A Grassroots View: Helping Small Firms Put the "E" in Trade

By Peters, Teresa | International Trade Forum, January 1, 2003 | Go to article overview
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A Grassroots View: Helping Small Firms Put the "E" in Trade

Peters, Teresa, International Trade Forum

National strategies need to concentrate on real e-issues facing small firms, so that they can benefit from information and communications technologies.

We need more awareness of the benefits and efficiencies that information and communications technologies can bring to developing countries. This is especially true for economic development and growth of small and medium sized enterprises (SMEs) - the drivers for growth in developing countries. Stimulating the SME sector is a smart strategy for governments striving to bring economic opportunity to the most needy, especially in light of growing evidence linking entrepreneurship to economic growth and poverty reduction.

SMEs are often the backbone of the private sector in the developing world, creating jobs and providing a tax base for local government, which in turn, provides revenue for things like improving basic infrastructure, schools and hospitals. Frequently, SMEs offer the only employment available to millions of poor people throughout the world.

E-trade promises

While information and communications technologies (ICTs) may not seem like a central concern when small businesses need good business plans and seed funding more than computers, today's information society requires that most SMEs have some level of ICT use integrated into their business. Entrepreneurs who use ICTs appropriately can run a more efficient business and reach markets that were previously unimaginable.

Many developing countries fail to create and maintain an environment fostering SME development and ICT use. Lack of basic infrastructure - from roads and electricity to telephones and Internet connectivity - is an obvious, often insurmountable barrier. Likewise, a country's legal and regulatory framework helps or hinders small businesses and ICT deployment.

One example is how business relies on technology or infrastructure that is limited by current laws or regulations, such as laws that control or ban the use of satellite, wireless, or voice over Internet protocol (VoIP) technologies. Another example is ICT-based businesses that are hindered by fiscal or customs policies limiting crossborder trade in computing technologies or ICT-based services.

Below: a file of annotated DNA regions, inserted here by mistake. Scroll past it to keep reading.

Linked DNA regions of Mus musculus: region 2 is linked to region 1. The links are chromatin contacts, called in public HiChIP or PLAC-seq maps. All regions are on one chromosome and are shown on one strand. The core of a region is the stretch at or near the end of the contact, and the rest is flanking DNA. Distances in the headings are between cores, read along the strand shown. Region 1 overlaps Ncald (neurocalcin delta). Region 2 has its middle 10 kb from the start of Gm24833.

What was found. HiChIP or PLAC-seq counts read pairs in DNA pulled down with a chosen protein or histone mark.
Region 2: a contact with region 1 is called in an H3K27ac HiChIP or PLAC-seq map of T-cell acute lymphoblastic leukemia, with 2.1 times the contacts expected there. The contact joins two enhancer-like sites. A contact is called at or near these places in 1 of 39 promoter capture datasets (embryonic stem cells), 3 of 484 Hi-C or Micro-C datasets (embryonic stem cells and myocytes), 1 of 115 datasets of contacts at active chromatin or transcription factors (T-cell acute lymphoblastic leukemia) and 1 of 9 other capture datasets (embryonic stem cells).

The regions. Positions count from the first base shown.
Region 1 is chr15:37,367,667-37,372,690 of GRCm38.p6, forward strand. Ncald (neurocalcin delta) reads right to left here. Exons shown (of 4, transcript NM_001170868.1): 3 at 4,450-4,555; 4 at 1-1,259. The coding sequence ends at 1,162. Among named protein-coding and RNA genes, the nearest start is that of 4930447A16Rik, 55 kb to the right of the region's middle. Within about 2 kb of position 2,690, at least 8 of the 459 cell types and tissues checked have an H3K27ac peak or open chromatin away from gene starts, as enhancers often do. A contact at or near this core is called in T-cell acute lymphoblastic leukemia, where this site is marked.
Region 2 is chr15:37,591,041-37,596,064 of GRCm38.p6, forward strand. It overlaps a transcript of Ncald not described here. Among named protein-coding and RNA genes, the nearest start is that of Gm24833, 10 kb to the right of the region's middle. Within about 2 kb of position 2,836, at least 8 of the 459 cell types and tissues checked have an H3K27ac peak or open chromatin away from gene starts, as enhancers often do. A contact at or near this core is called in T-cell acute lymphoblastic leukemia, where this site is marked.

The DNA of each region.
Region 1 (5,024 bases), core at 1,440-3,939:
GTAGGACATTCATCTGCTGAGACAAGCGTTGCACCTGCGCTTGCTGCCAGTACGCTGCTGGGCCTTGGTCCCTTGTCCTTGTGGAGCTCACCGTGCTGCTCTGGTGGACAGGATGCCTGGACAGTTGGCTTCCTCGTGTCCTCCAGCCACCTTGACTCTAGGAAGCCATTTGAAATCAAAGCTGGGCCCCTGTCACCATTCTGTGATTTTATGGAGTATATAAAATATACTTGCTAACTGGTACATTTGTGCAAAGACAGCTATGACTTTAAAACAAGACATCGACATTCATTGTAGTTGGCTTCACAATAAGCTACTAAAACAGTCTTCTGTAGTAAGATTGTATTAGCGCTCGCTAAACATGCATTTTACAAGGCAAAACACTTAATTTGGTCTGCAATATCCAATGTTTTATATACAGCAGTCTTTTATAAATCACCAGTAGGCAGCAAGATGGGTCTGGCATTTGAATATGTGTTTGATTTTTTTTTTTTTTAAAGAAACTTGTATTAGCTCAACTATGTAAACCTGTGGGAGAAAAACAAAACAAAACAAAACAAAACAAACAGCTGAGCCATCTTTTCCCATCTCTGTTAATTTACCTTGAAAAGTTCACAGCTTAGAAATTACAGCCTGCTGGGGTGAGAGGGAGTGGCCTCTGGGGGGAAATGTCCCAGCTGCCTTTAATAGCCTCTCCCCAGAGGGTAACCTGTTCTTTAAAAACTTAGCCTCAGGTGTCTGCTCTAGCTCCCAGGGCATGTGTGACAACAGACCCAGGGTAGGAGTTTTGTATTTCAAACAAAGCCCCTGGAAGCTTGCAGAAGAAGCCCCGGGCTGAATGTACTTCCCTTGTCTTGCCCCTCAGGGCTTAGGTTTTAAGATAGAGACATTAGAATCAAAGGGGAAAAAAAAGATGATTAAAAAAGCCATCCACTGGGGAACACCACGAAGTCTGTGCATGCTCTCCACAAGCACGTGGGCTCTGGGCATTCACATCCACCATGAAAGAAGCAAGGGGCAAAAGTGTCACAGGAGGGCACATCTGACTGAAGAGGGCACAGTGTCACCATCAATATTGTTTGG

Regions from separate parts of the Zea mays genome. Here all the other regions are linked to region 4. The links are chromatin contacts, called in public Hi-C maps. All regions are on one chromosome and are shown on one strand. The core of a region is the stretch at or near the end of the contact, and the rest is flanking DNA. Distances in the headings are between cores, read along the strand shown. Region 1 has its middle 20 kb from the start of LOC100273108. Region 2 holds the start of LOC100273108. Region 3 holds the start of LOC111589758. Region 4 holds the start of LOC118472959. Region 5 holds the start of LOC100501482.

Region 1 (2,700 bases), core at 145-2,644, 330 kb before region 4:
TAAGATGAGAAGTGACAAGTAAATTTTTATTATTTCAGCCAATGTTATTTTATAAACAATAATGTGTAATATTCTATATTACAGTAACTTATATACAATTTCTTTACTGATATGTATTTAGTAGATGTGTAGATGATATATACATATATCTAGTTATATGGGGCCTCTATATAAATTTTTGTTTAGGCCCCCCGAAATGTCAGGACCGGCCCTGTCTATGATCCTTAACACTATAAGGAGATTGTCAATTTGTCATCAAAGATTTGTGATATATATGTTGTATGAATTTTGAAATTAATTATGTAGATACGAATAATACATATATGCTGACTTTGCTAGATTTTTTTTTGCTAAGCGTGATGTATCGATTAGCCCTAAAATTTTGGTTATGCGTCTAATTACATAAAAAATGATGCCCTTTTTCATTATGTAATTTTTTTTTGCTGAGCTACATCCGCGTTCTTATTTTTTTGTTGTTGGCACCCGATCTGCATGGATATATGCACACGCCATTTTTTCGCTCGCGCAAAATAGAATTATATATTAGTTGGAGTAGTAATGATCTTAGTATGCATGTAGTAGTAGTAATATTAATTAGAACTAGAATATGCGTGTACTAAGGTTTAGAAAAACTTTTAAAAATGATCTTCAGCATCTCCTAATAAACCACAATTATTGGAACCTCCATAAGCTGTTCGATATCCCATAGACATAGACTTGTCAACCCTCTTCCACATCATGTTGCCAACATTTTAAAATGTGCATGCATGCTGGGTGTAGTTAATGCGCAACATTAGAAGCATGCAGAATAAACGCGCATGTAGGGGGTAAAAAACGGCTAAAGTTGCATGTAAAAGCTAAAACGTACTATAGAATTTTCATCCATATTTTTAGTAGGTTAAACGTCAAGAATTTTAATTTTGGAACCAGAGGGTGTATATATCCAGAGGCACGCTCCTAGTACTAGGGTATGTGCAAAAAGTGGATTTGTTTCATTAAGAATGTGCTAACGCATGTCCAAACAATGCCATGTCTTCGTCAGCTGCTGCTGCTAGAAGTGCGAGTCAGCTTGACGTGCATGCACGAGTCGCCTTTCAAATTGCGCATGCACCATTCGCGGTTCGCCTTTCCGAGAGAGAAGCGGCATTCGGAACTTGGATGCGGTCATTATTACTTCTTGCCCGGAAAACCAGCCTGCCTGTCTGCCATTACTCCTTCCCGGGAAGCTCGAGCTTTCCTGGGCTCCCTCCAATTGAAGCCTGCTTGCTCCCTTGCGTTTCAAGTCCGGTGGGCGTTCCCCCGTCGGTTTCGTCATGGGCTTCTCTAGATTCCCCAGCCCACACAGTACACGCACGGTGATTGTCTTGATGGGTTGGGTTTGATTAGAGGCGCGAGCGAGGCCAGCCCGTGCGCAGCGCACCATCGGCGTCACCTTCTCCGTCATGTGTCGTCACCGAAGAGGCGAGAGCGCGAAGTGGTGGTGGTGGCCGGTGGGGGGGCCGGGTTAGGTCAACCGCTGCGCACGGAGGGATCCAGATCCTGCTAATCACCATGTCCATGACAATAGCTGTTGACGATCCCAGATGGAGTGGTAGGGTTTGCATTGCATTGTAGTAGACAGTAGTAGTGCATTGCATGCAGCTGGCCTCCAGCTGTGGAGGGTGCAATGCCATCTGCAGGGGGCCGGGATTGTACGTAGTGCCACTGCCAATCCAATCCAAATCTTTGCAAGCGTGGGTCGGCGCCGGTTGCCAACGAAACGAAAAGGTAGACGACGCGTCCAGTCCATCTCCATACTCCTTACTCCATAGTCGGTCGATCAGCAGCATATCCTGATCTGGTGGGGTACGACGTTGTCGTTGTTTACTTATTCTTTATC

In sectors where current laws or regulations do not cover ICT use, businesses face grey areas instead of reliable and transparent rules. In healthcare, for example, firms using ICT need appropriate privacy and data protection laws to govern the handling of electronic health data.

Making access a reality

For SMEs to realize the promise of e-trade, national ICT and e-development strategies must cover a range of issues, and implement them effectively over the long term. We at Bridges.org call this real access to ICTs.

* Infrastructure. E-trade will only be a reality when there is physical access to ICT that is appropriate to the needs of the business and the local conditions in which it works.

* Affordability. Technology must be affordable to own and/or to use by SMEs, and business must be able to sustain its ICT use within local economic conditions.

* Training. People in SMEs must be able to explore possibilities to use ICT to improve business, and they must be trained to use it effectively.

* Relevance. There must be applications, content, and services available to SMEs that are relevant to their business, especially in terms of language.

* Integration. Technology use must be integrated into the business so that it makes it faster, easier, or cheaper to do something they need to do instead of loading additional burdens on doing business.

* Security. SMEs must understand threats they face in doing business in an electronic environment and their responsibilities with respect to privacy and data protection, and they should feel confident in the use of security technologies.

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A Grassroots View: Helping Small Firms Put the "E" in Trade


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